Kayastha is a Hindu ethnic sub-caste and they are the only ones who are Brahmins as well as Kshatriyas. Traditionally writing is the basic profession of Kayastha people. They deeply believe in their cultural heritage and marry within their community. Kayastha wedding ceremony is conducted with grandeur and lots of pomp and show. There is generally arranged marriage that happens with the consent of the elders between the girl and the boy. The celebrations start with the engagement ceremony where the prospective bride and the groom exchange rings at bride’s house or some other venue. The bride’s father then presents gift to the groom’s family members as well as to his close relatives which popularly known as milni ceremony. The bride’s family also sends a large bucket of fruits, sweets and clothes to the groom’s house.
Auspicious date is then finalized for the wedding by consulting an astrologer after which the wedding preparations start. The list of invitees is exchanged between both the families so that the arrangement can be made according to that. Generally, every guest is given a gift which is known as ‘sobha’. The days between engagement and marriage is known as courtship period where the bride and the groom try to know each other better and become comfortable with other’s family members.
Among Kayastha, wedding celebrations start with bhat nyotna which is celebrated 2-3 days before the marriage. On this occasion the grandparents and uncles from bride’s mother side make a visit and bless their grand daughter on her wedding and present her gifts. After this the invitation letter is distributed to all the relatives from the maternal side.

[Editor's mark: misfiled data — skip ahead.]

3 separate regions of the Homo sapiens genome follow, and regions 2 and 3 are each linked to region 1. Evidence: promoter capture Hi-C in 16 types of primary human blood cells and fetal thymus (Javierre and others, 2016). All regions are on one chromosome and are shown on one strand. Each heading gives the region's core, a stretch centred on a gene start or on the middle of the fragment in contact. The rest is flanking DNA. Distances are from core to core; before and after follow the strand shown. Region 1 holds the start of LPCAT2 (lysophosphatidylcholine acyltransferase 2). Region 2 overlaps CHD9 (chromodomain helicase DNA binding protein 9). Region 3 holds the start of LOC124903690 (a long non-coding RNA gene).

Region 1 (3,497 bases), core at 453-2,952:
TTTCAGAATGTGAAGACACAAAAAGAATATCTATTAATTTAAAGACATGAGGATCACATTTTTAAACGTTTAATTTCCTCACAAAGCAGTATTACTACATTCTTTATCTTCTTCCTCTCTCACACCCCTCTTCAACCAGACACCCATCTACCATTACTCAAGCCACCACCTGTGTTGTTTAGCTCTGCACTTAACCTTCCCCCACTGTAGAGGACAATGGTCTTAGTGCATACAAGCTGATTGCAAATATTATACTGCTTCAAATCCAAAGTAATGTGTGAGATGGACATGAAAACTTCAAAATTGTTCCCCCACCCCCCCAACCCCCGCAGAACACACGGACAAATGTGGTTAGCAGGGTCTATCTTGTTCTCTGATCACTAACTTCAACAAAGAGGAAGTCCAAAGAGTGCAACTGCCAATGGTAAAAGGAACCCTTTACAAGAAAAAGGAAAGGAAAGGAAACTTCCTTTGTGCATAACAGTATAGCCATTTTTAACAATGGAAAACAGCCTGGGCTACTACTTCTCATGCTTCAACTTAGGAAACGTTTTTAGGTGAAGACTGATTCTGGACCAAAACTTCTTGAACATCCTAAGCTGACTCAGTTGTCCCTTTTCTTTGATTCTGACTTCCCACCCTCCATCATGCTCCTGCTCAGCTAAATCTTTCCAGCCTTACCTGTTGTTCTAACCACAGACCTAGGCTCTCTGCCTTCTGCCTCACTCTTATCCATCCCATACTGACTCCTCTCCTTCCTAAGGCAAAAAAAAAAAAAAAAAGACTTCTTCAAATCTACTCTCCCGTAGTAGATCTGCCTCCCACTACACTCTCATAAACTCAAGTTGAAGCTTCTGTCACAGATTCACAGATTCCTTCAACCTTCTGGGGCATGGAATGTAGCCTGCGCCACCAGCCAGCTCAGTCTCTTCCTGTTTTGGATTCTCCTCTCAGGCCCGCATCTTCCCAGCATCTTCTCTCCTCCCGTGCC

A day before the wedding day, mehndi ceremony is applied on the hands of the bride/groom and on other close female relatives. While the mehndi is applied the day is celebrated with lots of dance and music.
On the wedding day, the Kayastha bride wakes up early in the morning and visit to the temple to preach and take blessings from goddess Parvati and wishes for her happy married life in future. After this Haldi ceremony follows where the paste of turmeric powder along with besan is applied on bride/groom body. Both then take bath in their respective homes and get dressed in their traditional wedding clothes.
During this time bride’s brother make a visit to apply tilak on groom’s forehead and take gifts along for groom’s family. The groom then leaves with the baraat which is a marriage procession that starts from groom’s house. He is seated on a horse or decorated car and leaves for bride’s house or to the wedding venue along with his relatives with drums and instruments playing throughout. In Indian marriages grooms on arriving at the venue are welcomed by the relatives from the bride side by putting garlands around their neck and showering perfume and flowers. In most weddings crackers are also burst.
After the arrival, puja is performed by the groom after whom he walks towards the stage. The bride enters and both exchange garlands with lot of celebration as the youngsters shout with zeal to support the bride and the groom. After this, they again go back to the entrance where baahar-ke-phere ritual is performed in which the groom is requested to stand on stool (chowki) and maternal uncle holds the bride and takes three rounds around the groom while the pundit chants few mantras.
The bride and the groom then sit side by side in a mandap and they are made to take vows that they will take each others responsibility and will remain faithful for life. Both the parents perform their duties while the pundit is chanting mantras and the couple take seven circle around the fire after which they are formally declared as a married couple. The vidaai ceremony follows where the bride leaves her parents house enter into her husband’s home.